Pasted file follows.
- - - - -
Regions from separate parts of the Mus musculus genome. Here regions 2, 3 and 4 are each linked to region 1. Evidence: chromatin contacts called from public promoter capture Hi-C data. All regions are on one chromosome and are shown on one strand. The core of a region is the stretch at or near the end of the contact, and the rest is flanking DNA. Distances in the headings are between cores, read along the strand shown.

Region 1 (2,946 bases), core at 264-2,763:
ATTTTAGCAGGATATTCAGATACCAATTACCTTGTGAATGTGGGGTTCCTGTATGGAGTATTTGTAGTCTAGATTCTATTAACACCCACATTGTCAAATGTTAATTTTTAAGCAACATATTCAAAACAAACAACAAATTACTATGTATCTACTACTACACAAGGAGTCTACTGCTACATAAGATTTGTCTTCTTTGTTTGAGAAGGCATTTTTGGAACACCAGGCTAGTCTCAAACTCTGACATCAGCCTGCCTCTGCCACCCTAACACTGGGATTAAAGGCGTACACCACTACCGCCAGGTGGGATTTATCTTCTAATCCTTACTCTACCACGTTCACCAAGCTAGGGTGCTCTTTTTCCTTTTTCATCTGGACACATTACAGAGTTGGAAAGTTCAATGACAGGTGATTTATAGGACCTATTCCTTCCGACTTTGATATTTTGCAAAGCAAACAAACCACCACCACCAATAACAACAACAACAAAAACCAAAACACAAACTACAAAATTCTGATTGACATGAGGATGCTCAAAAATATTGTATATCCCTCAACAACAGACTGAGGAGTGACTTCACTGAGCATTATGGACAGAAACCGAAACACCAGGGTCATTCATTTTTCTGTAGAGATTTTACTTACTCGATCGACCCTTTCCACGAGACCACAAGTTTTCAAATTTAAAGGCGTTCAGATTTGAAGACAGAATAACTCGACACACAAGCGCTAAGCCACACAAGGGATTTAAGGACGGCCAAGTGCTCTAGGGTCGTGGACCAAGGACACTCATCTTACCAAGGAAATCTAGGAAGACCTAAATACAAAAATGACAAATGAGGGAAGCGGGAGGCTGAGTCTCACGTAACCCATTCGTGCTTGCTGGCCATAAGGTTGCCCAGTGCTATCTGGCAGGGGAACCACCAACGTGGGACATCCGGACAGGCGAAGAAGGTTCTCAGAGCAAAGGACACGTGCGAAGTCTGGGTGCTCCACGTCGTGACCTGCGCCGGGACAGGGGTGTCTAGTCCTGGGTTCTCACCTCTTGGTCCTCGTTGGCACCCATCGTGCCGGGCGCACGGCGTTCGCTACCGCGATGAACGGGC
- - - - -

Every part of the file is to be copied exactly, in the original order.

Regions from separate parts of the Mus musculus genome. Here regions 2, 3 and 4 are each linked to region 1. Evidence: chromatin contacts called from public promoter capture Hi-C data. All regions are on one chromosome and are shown on one strand. The core of a region is the stretch at or near the end of the contact, and the rest is flanking DNA. Distances in the headings are between cores, read along the strand shown.

Region 1 (2,946 bases), core at 264-2,763:
ATTTTAGCAGGATATTCAGATACCAATTACCTTGTGAATGTGGGGTTCCTGTATGGAGTATTTGTAGTCTAGATTCTATTAACACCCACATTGTCAAATGTTAATTTTTAAGCAACATATTCAAAACAAACAACAAATTACTATGTATCTACTACTACACAAGGAGTCTACTGCTACATAAGATTTGTCTTCTTTGTTTGAGAAGGCATTTTTGGAACACCAGGCTAGTCTCAAACTCTGACATCAGCCTGCCTCTGCCACCCTAACACTGGGATTAAAGGCGTACACCACTACCGCCAGGTGGGATTTATCTTCTAATCCTTACTCTACCACGTTCACCAAGCTAGGGTGCTCTTTTTCCTTTTTCATCTGGACACATTACAGAGTTGGAAAGTTCAATGACAGGTGATTTATAGGACCTATTCCTTCCGACTTTGATATTTTGCAAAGCAAACAAACCACCACCACCAATAACAACAACAACAAAAACCAAAACACAAACTACAAAATTCTGATTGACATGAGGATGCTCAAAAATATTGTATATCCCTCAACAACAGACTGAGGAGTGACTTCACTGAGCATTATGGACAGAAACCGAAACACCAGGGTCATTCATTTTTCTGTAGAGATTTTACTTACTCGATCGACCCTTTCCACGAGACCACAAGTTTTCAAATTTAAAGGCGTTCAGATTTGAAGACAGAATAACTCGACACACAAGCGCTAAGCCACACAAGGGATTTAAGGACGGCCAAGTGCTCTAGGGTCGTGGACCAAGGACACTCATCTTACCAAGGAAATCTAGGAAGACCTAAATACAAAAATGACAAATGAGGGAAGCGGGAGGCTGAGTCTCACGTAACCCATTCGTGCTTGCTGGCCATAAGGTTGCCCAGTGCTATCTGGCAGGGGAACCACCAACGTGGGACATCCGGACAGGCGAAGAAGGTTCTCAGAGCAAAGGACACGTGCGAAGTCTGGGTGCTCCACGTCGTGACCTGCGCCGGGACAGGGGTGTCTAGTCCTGGGTTCTCACCTCTTGGTCCTCGTTGGCACCCATCGTGCCGGGCGCACGGCGTTCGCTACCGCGATGAACGGGC